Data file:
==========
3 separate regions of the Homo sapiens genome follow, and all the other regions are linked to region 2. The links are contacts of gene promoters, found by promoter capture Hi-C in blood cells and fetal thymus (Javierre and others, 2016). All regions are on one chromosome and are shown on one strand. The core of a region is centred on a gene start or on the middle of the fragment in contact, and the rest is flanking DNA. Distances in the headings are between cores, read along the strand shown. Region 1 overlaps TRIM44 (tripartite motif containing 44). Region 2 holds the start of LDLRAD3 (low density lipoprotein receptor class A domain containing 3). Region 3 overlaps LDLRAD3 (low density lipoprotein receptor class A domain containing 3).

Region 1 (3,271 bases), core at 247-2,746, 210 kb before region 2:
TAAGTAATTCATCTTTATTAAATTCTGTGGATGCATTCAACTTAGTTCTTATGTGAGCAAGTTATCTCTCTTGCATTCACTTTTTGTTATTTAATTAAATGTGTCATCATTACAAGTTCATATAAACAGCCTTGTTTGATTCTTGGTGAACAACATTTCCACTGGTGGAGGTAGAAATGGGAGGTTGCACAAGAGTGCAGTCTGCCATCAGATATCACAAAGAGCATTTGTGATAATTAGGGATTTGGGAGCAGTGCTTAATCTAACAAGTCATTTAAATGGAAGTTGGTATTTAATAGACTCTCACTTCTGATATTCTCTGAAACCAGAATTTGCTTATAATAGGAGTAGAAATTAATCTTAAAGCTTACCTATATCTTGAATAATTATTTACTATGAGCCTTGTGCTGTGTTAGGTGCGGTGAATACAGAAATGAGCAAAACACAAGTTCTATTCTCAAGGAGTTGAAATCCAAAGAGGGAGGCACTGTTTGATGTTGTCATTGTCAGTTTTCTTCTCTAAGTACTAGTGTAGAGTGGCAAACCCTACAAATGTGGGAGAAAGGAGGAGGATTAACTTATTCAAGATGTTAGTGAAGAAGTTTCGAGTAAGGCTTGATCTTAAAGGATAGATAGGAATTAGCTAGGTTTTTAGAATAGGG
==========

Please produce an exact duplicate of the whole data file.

3 separate regions of the Homo sapiens genome follow, and all the other regions are linked to region 2. The links are contacts of gene promoters, found by promoter capture Hi-C in blood cells and fetal thymus (Javierre and others, 2016). All regions are on one chromosome and are shown on one strand. The core of a region is centred on a gene start or on the middle of the fragment in contact, and the rest is flanking DNA. Distances in the headings are between cores, read along the strand shown. Region 1 overlaps TRIM44 (tripartite motif containing 44). Region 2 holds the start of LDLRAD3 (low density lipoprotein receptor class A domain containing 3). Region 3 overlaps LDLRAD3 (low density lipoprotein receptor class A domain containing 3).

Region 1 (3,271 bases), core at 247-2,746, 210 kb before region 2:
TAAGTAATTCATCTTTATTAAATTCTGTGGATGCATTCAACTTAGTTCTTATGTGAGCAAGTTATCTCTCTTGCATTCACTTTTTGTTATTTAATTAAATGTGTCATCATTACAAGTTCATATAAACAGCCTTGTTTGATTCTTGGTGAACAACATTTCCACTGGTGGAGGTAGAAATGGGAGGTTGCACAAGAGTGCAGTCTGCCATCAGATATCACAAAGAGCATTTGTGATAATTAGGGATTTGGGAGCAGTGCTTAATCTAACAAGTCATTTAAATGGAAGTTGGTATTTAATAGACTCTCACTTCTGATATTCTCTGAAACCAGAATTTGCTTATAATAGGAGTAGAAATTAATCTTAAAGCTTACCTATATCTTGAATAATTATTTACTATGAGCCTTGTGCTGTGTTAGGTGCGGTGAATACAGAAATGAGCAAAACACAAGTTCTATTCTCAAGGAGTTGAAATCCAAAGAGGGAGGCACTGTTTGATGTTGTCATTGTCAGTTTTCTTCTCTAAGTACTAGTGTAGAGTGGCAAACCCTACAAATGTGGGAGAAAGGAGGAGGATTAACTTATTCAAGATGTTAGTGAAGAAGTTTCGAGTAAGGCTTGATCTTAAAGGATAGATAGGAATTAGCTAGGTTTTTAGAATAGGG